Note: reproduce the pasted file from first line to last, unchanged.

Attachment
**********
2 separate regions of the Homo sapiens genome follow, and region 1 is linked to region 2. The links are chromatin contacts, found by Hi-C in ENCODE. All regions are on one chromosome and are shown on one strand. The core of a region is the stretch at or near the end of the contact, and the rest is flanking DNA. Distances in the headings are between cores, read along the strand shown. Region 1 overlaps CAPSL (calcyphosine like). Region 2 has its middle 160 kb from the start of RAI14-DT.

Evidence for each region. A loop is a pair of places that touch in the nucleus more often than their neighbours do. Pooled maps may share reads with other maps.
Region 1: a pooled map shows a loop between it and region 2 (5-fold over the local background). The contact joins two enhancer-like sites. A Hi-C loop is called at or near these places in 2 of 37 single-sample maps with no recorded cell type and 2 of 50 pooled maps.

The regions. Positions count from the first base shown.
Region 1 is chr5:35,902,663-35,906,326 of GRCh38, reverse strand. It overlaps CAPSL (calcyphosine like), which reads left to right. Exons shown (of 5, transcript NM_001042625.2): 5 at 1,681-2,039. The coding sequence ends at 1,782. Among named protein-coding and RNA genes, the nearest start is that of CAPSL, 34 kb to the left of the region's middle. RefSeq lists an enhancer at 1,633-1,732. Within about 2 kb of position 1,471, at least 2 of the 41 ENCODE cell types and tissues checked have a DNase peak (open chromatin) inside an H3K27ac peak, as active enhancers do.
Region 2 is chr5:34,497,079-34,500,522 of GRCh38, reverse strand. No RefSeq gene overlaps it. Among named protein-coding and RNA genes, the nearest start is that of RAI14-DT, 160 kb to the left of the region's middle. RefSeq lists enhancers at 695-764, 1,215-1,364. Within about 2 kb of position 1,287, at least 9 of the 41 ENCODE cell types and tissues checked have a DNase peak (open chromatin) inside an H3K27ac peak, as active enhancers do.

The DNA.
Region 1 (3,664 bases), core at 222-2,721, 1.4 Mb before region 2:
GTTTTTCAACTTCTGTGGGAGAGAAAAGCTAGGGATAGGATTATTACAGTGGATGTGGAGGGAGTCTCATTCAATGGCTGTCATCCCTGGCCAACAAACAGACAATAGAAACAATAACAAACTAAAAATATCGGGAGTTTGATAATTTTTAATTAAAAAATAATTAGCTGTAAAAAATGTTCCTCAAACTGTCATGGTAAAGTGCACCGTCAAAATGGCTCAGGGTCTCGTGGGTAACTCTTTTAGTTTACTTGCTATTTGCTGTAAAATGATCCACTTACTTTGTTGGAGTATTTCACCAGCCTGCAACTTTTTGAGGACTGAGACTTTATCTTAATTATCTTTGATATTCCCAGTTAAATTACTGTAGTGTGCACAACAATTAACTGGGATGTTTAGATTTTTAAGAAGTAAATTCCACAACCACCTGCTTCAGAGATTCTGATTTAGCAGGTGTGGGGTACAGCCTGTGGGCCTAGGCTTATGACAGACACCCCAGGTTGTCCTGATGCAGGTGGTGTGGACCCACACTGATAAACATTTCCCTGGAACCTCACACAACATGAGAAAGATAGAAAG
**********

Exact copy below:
2 separate regions of the Homo sapiens genome follow, and region 1 is linked to region 2. The links are chromatin contacts, found by Hi-C in ENCODE. All regions are on one chromosome and are shown on one strand. The core of a region is the stretch at or near the end of the contact, and the rest is flanking DNA. Distances in the headings are between cores, read along the strand shown. Region 1 overlaps CAPSL (calcyphosine like). Region 2 has its middle 160 kb from the start of RAI14-DT.

Evidence for each region. A loop is a pair of places that touch in the nucleus more often than their neighbours do. Pooled maps may share reads with other maps.
Region 1: a pooled map shows a loop between it and region 2 (5-fold over the local background). The contact joins two enhancer-like sites. A Hi-C loop is called at or near these places in 2 of 37 single-sample maps with no recorded cell type and 2 of 50 pooled maps.

The regions. Positions count from the first base shown.
Region 1 is chr5:35,902,663-35,906,326 of GRCh38, reverse strand. It overlaps CAPSL (calcyphosine like), which reads left to right. Exons shown (of 5, transcript NM_001042625.2): 5 at 1,681-2,039. The coding sequence ends at 1,782. Among named protein-coding and RNA genes, the nearest start is that of CAPSL, 34 kb to the left of the region's middle. RefSeq lists an enhancer at 1,633-1,732. Within about 2 kb of position 1,471, at least 2 of the 41 ENCODE cell types and tissues checked have a DNase peak (open chromatin) inside an H3K27ac peak, as active enhancers do.
Region 2 is chr5:34,497,079-34,500,522 of GRCh38, reverse strand. No RefSeq gene overlaps it. Among named protein-coding and RNA genes, the nearest start is that of RAI14-DT, 160 kb to the left of the region's middle. RefSeq lists enhancers at 695-764, 1,215-1,364. Within about 2 kb of position 1,287, at least 9 of the 41 ENCODE cell types and tissues checked have a DNase peak (open chromatin) inside an H3K27ac peak, as active enhancers do.

The DNA.
Region 1 (3,664 bases), core at 222-2,721, 1.4 Mb before region 2:
GTTTTTCAACTTCTGTGGGAGAGAAAAGCTAGGGATAGGATTATTACAGTGGATGTGGAGGGAGTCTCATTCAATGGCTGTCATCCCTGGCCAACAAACAGACAATAGAAACAATAACAAACTAAAAATATCGGGAGTTTGATAATTTTTAATTAAAAAATAATTAGCTGTAAAAAATGTTCCTCAAACTGTCATGGTAAAGTGCACCGTCAAAATGGCTCAGGGTCTCGTGGGTAACTCTTTTAGTTTACTTGCTATTTGCTGTAAAATGATCCACTTACTTTGTTGGAGTATTTCACCAGCCTGCAACTTTTTGAGGACTGAGACTTTATCTTAATTATCTTTGATATTCCCAGTTAAATTACTGTAGTGTGCACAACAATTAACTGGGATGTTTAGATTTTTAAGAAGTAAATTCCACAACCACCTGCTTCAGAGATTCTGATTTAGCAGGTGTGGGGTACAGCCTGTGGGCCTAGGCTTATGACAGACACCCCAGGTTGTCCTGATGCAGGTGGTGTGGACCCACACTGATAAACATTTCCCTGGAACCTCACACAACATGAGAAAGATAGAAAG